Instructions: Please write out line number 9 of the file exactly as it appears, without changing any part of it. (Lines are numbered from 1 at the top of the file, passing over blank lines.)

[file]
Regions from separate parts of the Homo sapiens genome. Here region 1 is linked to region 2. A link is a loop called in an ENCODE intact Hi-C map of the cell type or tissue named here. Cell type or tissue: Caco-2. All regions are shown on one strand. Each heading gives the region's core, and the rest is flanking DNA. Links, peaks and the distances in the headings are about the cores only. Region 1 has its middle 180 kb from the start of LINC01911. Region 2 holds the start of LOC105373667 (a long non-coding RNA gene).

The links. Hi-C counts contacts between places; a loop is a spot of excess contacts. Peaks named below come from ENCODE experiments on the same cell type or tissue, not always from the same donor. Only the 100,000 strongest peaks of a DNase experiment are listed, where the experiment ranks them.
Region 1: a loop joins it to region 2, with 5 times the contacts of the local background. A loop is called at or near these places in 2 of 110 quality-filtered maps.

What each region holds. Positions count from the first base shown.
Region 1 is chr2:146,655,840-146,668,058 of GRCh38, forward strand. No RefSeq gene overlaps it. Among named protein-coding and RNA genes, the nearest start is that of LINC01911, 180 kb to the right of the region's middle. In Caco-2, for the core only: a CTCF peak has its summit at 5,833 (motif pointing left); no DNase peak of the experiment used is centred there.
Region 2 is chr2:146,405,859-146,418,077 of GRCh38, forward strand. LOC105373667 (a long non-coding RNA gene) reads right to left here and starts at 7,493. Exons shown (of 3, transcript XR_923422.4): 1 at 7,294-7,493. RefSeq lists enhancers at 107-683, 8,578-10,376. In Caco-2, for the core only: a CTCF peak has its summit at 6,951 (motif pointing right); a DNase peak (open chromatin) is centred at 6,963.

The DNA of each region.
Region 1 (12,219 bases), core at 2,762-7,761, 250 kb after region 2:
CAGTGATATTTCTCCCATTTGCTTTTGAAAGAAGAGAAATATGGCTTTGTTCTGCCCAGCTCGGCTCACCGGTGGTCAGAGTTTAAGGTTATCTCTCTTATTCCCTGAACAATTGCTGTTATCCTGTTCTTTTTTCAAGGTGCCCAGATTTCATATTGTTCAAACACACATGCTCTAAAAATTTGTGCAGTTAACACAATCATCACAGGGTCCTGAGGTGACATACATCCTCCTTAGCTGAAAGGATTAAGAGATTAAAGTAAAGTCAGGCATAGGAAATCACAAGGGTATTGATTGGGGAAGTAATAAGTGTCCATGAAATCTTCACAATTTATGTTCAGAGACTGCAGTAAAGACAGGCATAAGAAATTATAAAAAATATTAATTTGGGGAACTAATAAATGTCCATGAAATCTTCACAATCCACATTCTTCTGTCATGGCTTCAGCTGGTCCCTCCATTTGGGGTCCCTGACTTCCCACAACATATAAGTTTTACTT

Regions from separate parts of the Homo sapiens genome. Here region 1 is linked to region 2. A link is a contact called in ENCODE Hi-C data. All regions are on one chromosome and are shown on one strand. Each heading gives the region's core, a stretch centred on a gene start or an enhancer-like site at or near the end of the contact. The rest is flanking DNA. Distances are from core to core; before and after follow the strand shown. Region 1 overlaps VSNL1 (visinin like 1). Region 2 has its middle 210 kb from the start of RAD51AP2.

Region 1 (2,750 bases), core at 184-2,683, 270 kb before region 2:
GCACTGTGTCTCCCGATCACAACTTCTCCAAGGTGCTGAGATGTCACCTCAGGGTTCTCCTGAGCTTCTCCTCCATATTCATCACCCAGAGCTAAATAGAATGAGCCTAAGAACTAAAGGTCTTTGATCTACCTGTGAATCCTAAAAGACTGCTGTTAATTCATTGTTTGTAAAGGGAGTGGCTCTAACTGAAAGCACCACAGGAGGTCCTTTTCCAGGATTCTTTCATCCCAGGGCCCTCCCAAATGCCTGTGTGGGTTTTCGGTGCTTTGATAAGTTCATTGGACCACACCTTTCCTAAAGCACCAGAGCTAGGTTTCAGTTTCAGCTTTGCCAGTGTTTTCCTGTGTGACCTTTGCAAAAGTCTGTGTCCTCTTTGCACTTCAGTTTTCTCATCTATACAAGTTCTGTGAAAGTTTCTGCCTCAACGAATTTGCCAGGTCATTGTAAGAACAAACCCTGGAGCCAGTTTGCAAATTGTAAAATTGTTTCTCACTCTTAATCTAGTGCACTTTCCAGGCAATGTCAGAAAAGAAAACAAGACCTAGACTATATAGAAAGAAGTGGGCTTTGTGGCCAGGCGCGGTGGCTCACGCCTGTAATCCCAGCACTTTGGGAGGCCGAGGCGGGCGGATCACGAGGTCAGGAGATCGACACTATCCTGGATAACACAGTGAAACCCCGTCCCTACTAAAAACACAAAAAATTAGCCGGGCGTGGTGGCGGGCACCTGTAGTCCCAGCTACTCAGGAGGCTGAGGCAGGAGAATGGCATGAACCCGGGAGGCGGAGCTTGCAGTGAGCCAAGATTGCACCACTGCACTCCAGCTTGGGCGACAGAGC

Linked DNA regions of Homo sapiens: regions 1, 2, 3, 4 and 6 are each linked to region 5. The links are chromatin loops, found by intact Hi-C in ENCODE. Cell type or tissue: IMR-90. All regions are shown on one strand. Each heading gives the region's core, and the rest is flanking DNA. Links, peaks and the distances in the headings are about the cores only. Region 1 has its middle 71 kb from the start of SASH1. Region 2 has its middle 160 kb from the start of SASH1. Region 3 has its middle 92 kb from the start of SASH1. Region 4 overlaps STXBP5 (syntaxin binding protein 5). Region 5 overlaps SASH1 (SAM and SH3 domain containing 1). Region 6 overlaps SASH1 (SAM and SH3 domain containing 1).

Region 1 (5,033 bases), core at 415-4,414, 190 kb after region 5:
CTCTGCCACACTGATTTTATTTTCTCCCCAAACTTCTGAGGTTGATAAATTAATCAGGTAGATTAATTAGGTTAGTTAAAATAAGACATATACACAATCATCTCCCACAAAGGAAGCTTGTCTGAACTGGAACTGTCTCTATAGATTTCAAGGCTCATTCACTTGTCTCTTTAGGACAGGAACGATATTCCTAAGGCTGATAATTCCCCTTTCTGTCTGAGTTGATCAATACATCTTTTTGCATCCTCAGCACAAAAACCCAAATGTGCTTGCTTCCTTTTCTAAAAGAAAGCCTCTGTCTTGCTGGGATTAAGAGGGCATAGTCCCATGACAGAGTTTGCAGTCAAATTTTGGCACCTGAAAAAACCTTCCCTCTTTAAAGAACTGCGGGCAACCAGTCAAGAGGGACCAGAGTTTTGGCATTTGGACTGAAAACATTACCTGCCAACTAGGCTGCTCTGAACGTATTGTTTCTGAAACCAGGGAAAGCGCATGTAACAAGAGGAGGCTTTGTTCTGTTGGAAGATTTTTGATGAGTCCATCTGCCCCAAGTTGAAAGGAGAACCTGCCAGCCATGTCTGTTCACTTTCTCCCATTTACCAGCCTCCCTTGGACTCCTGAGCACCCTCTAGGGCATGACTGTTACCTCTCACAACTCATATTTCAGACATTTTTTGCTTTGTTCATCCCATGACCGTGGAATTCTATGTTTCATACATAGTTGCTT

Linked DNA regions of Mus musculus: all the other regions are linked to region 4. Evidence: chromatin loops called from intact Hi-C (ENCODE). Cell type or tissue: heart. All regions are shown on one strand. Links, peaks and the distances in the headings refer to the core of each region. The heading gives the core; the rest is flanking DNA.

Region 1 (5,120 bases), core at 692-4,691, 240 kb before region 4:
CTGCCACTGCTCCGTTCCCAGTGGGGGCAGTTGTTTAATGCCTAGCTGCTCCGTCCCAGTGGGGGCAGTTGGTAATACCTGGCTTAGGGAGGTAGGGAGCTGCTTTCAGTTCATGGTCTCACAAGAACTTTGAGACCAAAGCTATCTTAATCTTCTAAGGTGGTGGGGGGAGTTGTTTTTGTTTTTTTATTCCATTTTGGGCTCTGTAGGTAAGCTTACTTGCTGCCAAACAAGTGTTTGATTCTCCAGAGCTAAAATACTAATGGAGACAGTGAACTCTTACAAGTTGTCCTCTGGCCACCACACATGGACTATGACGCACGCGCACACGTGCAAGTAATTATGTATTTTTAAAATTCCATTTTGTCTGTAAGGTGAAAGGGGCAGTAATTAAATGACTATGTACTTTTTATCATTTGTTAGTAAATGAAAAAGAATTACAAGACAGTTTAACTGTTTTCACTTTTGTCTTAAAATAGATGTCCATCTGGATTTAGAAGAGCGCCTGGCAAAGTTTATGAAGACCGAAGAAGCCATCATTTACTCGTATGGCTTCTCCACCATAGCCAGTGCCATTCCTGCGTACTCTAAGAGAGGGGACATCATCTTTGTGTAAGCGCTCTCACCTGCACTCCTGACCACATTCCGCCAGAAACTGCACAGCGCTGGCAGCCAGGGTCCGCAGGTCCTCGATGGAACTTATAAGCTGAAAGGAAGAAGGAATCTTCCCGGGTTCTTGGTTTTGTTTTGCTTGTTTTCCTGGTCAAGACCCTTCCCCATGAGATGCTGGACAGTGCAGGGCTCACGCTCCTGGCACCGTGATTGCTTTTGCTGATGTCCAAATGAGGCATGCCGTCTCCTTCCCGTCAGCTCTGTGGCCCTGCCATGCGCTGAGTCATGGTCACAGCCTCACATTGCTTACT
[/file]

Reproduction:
CAGTGATATTTCTCCCATTTGCTTTTGAAAGAAGAGAAATATGGCTTTGTTCTGCCCAGCTCGGCTCACCGGTGGTCAGAGTTTAAGGTTATCTCTCTTATTCCCTGAACAATTGCTGTTATCCTGTTCTTTTTTCAAGGTGCCCAGATTTCATATTGTTCAAACACACATGCTCTAAAAATTTGTGCAGTTAACACAATCATCACAGGGTCCTGAGGTGACATACATCCTCCTTAGCTGAAAGGATTAAGAGATTAAAGTAAAGTCAGGCATAGGAAATCACAAGGGTATTGATTGGGGAAGTAATAAGTGTCCATGAAATCTTCACAATTTATGTTCAGAGACTGCAGTAAAGACAGGCATAAGAAATTATAAAAAATATTAATTTGGGGAACTAATAAATGTCCATGAAATCTTCACAATCCACATTCTTCTGTCATGGCTTCAGCTGGTCCCTCCATTTGGGGTCCCTGACTTCCCACAACATATAAGTTTTACTT